Remembering the Sleight of Hand and Deadpan Humor of Ricky Jay, Dead at 72

Watch some of this legendary magician's most mesmerizing card stunts.

Ricky Jay (Photo credit: Creative Commons, David Shankbone)
Ricky Jay (Photo credit: Creative Commons, David Shankbone)

To say Ricky Jay did card tricks is akin to saying Michelangelo painted ceilings or that William Shakespeare wrote plays. Each of them were, in their respective mediums, a timeless, world-class master of their craft.

Born in Brooklyn, but raised in New Jersey, Jay began performing magic tricks on TV at age 7 and became a successful working magician as an adult. But it was his friendship that playwright David Mamet that helped make him a household name. Mamet produced several one-man shows for Jay that showcased his singular talent and made him incredibly popular. That friendship also ignited Jay’s acting career, as he went on to appear in several of Mamet’s films and other notable movies like Boogie NightsMagnolia, the James Bond film Tomorrow Never Dies as well as the critically acclaimed TV series Deadwood.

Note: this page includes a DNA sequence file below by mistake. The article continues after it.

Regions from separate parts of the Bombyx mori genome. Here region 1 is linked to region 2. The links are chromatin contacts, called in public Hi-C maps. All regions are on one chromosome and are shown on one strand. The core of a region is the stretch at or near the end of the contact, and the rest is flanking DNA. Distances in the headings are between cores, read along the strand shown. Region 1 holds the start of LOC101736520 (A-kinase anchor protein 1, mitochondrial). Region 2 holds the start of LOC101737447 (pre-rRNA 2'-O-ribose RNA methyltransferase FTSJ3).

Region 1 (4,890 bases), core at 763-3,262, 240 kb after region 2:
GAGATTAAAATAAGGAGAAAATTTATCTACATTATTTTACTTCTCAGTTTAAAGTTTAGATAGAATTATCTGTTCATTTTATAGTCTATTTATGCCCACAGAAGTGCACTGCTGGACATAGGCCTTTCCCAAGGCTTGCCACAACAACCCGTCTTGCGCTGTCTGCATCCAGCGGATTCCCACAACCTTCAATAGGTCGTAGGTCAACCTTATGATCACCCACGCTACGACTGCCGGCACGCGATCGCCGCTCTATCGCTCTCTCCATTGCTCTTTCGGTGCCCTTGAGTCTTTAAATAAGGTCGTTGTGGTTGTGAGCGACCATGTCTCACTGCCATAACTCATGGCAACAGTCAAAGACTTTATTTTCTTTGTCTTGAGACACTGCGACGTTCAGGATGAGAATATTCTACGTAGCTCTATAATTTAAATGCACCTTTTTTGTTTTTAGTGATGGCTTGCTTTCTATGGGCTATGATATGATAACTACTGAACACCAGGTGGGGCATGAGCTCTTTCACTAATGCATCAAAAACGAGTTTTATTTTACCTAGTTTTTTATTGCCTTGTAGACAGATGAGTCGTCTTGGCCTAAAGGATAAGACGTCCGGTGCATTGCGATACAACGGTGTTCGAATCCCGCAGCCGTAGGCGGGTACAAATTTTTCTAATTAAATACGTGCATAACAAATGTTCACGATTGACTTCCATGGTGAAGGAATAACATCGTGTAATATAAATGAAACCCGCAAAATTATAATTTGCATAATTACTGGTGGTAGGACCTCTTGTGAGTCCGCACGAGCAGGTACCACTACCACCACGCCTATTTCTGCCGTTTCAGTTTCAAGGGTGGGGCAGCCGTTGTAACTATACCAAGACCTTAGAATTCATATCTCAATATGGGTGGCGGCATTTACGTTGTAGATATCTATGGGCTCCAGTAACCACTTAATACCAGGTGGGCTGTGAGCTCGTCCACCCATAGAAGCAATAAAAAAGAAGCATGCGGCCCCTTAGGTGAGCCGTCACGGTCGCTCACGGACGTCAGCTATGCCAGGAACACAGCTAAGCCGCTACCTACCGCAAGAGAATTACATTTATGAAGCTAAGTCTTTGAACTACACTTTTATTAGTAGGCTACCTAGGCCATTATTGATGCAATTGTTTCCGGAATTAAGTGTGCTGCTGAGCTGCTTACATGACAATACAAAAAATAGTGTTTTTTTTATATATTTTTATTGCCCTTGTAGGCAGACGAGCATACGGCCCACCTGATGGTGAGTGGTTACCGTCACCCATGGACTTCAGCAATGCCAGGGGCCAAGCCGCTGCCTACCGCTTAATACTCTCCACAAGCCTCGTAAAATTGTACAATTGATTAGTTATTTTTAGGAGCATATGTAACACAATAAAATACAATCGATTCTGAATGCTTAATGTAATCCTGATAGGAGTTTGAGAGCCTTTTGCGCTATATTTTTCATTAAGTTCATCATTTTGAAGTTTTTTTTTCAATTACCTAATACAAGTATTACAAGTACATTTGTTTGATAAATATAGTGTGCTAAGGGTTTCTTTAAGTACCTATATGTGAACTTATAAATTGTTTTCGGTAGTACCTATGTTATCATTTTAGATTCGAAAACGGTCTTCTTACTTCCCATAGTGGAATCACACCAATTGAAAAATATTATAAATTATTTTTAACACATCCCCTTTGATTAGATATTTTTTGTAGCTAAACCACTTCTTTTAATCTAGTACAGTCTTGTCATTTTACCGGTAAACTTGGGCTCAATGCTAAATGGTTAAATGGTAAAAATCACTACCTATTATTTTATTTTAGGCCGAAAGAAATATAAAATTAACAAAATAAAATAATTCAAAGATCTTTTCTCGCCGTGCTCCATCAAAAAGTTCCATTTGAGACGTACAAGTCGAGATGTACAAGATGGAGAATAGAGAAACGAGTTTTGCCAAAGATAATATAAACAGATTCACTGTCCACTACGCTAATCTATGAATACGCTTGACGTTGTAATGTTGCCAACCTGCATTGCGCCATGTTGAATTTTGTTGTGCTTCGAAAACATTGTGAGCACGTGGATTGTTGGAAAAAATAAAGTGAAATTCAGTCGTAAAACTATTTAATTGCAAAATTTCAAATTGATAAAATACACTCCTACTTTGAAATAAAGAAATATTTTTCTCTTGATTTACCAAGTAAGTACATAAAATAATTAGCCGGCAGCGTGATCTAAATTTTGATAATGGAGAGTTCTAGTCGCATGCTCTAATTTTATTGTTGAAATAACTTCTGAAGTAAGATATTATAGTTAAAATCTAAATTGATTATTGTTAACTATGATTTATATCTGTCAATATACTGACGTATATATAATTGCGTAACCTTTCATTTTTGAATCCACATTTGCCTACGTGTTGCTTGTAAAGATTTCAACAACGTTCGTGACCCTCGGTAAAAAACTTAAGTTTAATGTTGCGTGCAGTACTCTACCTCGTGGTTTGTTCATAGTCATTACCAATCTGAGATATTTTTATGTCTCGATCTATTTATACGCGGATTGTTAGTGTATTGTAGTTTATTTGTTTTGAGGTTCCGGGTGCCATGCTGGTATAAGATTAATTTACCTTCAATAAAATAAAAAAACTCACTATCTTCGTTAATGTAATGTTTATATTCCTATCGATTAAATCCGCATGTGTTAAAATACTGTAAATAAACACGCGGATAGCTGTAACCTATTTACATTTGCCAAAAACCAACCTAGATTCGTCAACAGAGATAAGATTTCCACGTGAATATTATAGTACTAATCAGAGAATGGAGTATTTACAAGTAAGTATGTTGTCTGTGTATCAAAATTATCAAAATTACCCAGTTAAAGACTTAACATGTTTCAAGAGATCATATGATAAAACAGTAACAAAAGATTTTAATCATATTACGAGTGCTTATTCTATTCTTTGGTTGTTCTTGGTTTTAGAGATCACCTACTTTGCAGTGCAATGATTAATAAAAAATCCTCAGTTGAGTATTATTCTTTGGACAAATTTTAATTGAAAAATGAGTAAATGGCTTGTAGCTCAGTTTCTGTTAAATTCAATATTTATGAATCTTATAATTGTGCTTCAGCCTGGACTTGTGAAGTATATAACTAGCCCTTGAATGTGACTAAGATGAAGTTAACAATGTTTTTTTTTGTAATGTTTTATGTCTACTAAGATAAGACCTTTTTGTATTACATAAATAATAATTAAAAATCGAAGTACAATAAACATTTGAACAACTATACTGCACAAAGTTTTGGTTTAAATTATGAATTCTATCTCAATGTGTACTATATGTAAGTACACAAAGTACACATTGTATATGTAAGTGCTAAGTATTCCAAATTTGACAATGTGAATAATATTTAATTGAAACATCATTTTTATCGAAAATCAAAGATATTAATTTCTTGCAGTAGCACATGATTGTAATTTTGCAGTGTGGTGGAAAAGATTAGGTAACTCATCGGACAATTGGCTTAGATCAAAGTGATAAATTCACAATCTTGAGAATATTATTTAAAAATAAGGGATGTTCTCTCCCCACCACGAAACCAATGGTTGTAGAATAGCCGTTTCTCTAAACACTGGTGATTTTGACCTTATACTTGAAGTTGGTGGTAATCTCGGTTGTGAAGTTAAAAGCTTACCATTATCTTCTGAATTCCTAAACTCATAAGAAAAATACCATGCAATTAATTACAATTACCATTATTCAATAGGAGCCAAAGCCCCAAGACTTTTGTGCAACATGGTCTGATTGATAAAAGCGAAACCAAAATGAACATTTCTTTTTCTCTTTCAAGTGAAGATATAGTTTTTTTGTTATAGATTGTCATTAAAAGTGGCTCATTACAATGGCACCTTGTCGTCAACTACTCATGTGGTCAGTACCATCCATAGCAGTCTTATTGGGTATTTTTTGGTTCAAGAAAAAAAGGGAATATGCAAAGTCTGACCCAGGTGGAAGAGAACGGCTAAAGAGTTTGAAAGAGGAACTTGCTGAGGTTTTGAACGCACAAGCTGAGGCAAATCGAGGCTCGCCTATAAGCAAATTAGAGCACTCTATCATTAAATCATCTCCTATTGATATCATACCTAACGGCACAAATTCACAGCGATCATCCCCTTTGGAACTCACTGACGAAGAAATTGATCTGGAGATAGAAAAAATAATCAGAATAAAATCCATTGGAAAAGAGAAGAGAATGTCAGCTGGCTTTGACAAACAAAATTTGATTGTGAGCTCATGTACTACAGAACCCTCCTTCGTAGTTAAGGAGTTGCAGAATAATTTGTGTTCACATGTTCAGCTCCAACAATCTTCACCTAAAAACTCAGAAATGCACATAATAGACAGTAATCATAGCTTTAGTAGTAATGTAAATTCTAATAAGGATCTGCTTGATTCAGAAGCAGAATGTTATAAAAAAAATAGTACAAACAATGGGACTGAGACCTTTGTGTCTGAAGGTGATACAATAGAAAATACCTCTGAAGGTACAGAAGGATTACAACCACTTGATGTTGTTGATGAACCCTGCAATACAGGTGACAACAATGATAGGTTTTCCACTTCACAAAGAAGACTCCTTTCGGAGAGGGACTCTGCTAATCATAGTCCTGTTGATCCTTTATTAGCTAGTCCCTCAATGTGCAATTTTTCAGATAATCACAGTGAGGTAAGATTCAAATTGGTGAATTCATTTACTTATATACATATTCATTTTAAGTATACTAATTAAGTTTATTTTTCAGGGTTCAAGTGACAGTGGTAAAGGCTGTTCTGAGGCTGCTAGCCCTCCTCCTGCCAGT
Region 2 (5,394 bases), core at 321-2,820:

Jay was also a voracious collector of magical arcana and student of the history of magic. He wrote numerous scholarly articles and authored two very witty and erudite books about the subject. This academic-like rigor combined with his mind-boggling facility with a deck of cards fueled the public’s fascination with him. (But he could also astound with other sleight-of-hand magic, like this cups and balls routine.)

In a memorable 1993 New Yorker profile of Jay, the actor and comedian Steve Martin summed up Jay’s magical skill and knowledge thusly: “I sort of think of Ricky as the intellectual élite of magicians. I’ve had experience with magicians my whole life. He’s expertly able to perform and yet he knows the theory, history, literature of the field. Ricky’s a master of his craft. You know how there are those teachers of creative writing who can’t necessarily write but can teach? Well, Ricky can actually do everything.”

Watch Jay confound and confuse in one of his most popular one-man shows, produced by Mamet, the 1996 TV special Ricky Jay and his 52 Assistants:

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